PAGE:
How To Host A Grown-Up Dinner Party When You Are Not A Grown Up

Shutterstock
Shutterstock

1. Look up recipes. Fret over what to make. Realize some people have dietary restrictions. Be relieved to find vegan substitutes.

2. Go to Trader Joe’s or some other such nice grocery store. Buy real meat and real “good” pasta. Get fresh veggies. Feel like a grown up.

3. Get back to your apartment and start cooking. Realize you don’t know anything about cooking. Panic.

4. Consider for a moment maybe you didn’t get enough food for everyone? Oh god, how much do people even eat? What if everyone eats and they’re still hungry and they’re looking at you like, what’s next and there is nothing next?!

5. Take a Xanax. Open the wine meant for dinner.

6. Prep the oven and put on the one apron you own. It’s got some cheeky comment on it like, “Kiss the Chef!” or it’s from a bar mitzvah/chili cook off.

7. Get out the big table. Stretch it across your living room. Be concerned that someone is practically going to be sitting at the door and someone else will be on your bookshelf because you don’t have a lot of space.

8. Realize you don’t have enough chairs and use cushions stacked up. Think maybe you can pass this off as rustic?

9. Set the dishes. Google which side the fork goes on. Put out napkins. Put candles in the middle of table. Stand back and actually think this looks pretty okay.

10. Realize you have way too little time before guests are coming and you need to shower.

11. Cook the veggies and the pasta.

12. Have the smoke alarm go off. Run around your apartment waving a towel at the beeping alarm like a maniac.

13. Pop open the wine meant for dinner and pour yourself a glass.

14. Drain that glass of wine (or two) as you drain the pasta.

15. Do some of the dishes, but basically just pile them all into a big stack for later.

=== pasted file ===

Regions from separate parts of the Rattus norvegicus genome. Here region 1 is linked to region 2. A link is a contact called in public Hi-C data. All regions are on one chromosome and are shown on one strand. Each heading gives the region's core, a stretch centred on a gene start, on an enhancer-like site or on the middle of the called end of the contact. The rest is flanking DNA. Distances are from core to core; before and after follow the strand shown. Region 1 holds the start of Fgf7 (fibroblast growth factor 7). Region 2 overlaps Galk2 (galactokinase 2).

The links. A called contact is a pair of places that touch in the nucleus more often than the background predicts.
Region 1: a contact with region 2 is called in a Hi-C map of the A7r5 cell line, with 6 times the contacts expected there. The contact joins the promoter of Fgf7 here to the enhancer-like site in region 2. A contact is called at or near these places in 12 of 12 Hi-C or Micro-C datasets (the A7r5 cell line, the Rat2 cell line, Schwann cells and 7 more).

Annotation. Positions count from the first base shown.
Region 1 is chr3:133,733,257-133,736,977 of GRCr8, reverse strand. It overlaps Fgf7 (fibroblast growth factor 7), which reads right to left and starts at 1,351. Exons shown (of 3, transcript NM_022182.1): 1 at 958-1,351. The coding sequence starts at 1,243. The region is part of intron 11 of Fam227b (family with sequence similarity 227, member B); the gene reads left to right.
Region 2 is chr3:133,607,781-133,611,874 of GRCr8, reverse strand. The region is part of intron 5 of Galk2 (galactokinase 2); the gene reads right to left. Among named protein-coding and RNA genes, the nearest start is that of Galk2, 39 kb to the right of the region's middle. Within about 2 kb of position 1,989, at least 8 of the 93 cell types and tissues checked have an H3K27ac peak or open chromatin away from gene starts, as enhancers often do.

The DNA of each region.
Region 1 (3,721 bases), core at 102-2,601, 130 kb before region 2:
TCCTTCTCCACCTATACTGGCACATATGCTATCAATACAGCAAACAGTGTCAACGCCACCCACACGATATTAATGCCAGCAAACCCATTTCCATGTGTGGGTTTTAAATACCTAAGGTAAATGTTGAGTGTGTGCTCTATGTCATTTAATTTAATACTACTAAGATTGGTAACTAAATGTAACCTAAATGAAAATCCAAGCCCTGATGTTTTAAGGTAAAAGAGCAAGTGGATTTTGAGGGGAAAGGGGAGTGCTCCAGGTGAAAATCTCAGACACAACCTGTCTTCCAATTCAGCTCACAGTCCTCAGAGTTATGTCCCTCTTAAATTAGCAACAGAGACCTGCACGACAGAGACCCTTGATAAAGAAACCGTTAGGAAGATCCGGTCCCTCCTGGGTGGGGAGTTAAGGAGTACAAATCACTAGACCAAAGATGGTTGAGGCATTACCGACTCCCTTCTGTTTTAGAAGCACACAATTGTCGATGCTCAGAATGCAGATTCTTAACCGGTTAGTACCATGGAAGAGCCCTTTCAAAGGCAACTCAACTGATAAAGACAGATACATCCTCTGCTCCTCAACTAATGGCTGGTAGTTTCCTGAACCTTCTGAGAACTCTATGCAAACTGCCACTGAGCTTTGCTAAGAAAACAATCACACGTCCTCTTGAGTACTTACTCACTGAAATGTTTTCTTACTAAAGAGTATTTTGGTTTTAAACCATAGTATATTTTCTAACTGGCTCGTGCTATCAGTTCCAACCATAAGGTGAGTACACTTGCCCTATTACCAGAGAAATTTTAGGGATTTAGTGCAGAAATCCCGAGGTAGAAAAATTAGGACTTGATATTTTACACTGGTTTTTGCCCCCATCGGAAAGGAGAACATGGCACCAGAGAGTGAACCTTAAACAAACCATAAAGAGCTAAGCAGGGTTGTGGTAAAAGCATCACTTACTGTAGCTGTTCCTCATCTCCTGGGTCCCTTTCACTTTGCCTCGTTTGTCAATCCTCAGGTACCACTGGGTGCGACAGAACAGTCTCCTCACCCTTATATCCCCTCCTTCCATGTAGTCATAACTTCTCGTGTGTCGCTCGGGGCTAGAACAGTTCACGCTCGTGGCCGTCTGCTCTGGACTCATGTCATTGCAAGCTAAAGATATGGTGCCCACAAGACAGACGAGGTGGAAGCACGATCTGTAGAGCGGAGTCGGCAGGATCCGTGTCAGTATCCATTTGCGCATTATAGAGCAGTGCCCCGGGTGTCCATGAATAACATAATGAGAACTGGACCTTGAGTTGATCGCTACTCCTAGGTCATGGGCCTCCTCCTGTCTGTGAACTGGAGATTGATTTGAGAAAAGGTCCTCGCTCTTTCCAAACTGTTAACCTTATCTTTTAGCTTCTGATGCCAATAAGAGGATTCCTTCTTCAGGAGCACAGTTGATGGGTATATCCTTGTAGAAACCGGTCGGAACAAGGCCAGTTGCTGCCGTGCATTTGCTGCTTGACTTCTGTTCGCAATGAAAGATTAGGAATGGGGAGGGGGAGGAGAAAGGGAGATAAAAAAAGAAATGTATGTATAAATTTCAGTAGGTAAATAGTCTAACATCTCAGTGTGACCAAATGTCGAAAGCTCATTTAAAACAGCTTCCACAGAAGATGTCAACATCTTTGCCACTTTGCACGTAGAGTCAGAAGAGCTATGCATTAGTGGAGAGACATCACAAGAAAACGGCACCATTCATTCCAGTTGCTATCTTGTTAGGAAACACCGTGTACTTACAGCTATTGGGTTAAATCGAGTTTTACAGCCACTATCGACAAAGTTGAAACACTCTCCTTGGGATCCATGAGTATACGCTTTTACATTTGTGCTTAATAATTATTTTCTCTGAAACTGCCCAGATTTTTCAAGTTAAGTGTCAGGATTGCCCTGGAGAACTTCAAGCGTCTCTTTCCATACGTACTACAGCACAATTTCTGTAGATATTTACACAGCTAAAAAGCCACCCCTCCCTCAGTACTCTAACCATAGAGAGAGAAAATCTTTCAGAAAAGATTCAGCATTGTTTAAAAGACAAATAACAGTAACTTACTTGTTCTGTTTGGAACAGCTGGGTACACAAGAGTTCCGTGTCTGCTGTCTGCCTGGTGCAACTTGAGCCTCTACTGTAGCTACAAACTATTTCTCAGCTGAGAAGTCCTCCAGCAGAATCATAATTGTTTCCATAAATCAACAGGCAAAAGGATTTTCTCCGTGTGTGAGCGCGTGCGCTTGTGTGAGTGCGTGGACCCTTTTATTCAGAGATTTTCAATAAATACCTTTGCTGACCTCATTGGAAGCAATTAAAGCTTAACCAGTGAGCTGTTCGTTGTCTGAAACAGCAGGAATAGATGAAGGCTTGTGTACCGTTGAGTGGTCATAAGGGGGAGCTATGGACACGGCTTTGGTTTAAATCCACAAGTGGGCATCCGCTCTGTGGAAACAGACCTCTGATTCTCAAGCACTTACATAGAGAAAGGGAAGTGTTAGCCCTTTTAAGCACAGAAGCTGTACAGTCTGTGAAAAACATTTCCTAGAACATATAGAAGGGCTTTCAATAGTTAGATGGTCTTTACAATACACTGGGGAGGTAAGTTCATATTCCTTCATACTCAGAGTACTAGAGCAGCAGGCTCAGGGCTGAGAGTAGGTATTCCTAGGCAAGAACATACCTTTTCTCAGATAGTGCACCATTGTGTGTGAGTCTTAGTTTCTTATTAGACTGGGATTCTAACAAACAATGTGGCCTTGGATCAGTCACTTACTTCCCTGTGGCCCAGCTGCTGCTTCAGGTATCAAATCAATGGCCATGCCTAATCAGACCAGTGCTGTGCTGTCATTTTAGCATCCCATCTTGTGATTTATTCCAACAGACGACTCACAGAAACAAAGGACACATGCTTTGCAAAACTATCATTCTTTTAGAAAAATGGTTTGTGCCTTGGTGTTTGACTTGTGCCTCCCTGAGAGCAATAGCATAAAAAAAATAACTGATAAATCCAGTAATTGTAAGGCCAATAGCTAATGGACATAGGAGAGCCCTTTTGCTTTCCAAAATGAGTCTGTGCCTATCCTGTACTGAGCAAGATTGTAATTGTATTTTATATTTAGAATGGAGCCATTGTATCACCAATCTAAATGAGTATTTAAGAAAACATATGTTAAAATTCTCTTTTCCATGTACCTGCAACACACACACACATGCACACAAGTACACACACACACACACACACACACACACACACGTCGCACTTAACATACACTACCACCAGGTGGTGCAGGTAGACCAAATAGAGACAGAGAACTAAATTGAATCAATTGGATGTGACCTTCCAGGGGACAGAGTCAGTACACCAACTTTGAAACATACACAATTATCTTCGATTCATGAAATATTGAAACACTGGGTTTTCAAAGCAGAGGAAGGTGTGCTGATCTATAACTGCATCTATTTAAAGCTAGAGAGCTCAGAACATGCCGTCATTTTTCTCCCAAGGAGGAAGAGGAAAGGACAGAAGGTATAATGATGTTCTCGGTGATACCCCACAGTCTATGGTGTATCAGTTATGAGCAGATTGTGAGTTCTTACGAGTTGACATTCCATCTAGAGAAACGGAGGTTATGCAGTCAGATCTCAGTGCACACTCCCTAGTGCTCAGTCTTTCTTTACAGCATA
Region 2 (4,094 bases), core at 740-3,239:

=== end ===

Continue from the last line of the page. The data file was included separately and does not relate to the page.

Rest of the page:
16. Put together a playlist of nice, soothing dinner party music like Billie Holiday or John Coltrane. Jazz! Like adults listen to!

17. Panic about not having enough time.

18. Panic because you can’t find the nice dishes to put the veggies and pasta and meat into.

19. Find them, but they are dusty. Wash them as you drink another glass of wine. Wonder why you offered to do this again. Start pre-worrying about the mess you’ll have to clean up.

20. See yourself in the mirror and realize you look like Julia Child had a baby with Medusa — on speed and crack. Realize you probably don’t have time to shower.

21. Have one guest arrive early like an asshole.

22. Offer them wine. Have them side-eye you for having a three-fourths empty bottle and crazy eyes. Tell them you’re still working on dinner. Send them out of the kitchen to like, look at your books or records or something, you can’t entertain yet!

23. Rush into the bathroom and try to make your hair less frizzy. Don’t bother showering. Put on a nice shirt. Think, “That’ll do, pig. I guess.”

24. Have more guests arrive. Watch them all interact with each other. Consider again that you don’t have enough food. Want to kiss on the mouth your friend who brings tons of desserts. Make a note to thank her later.

25. Take half an hour to finish the cooking, because the meat won’t cook as fast as the recipe said it would. (Rachael Ray is a liar.) But everyone is drinking wine and socializing so it’s okay.

26. Have that one friend who wants to help, but politely decline pretending you’re Martha freaking Stewart and being like, “I’ve got everything under control, thanks!” through your teeth.

27. Burn something. Flip it over so no one notices.

28. Drink more wine.

29. Have everyone sit down. Start serving the courses. Get compliments on the wine, the food, the music, the table. Lie and say, “It was so easy, you guys! Please! Enjoy!” Secretly want to murder anyone on Pinterest who actually believes this.

30. Enjoy the evening. Be slightly too drunk. Thank everyone for coming. Send them home with leftovers. Pass out on the couch with a mountain of dishes to do tomorrow and a glass of wine on the floor. TC Mark

Related

More From Thought Catalog

  • http://thoughtcatalog.com/jenifer-demattia/2014/08/a-letter-to-myself-when-my-kids-are-all-grown-up/ A Letter To Myself When My Kids Are All Grown Up | Thought Catalog

    […] You’ve Gone And Grown Up Read this: A Thank You Letter To Dads, From Their Grown Up Daughters Read this: How To Host A Grown-Up Dinner Party When You Are Not A Grown Up Cataloged […]

blog comments powered by Disqus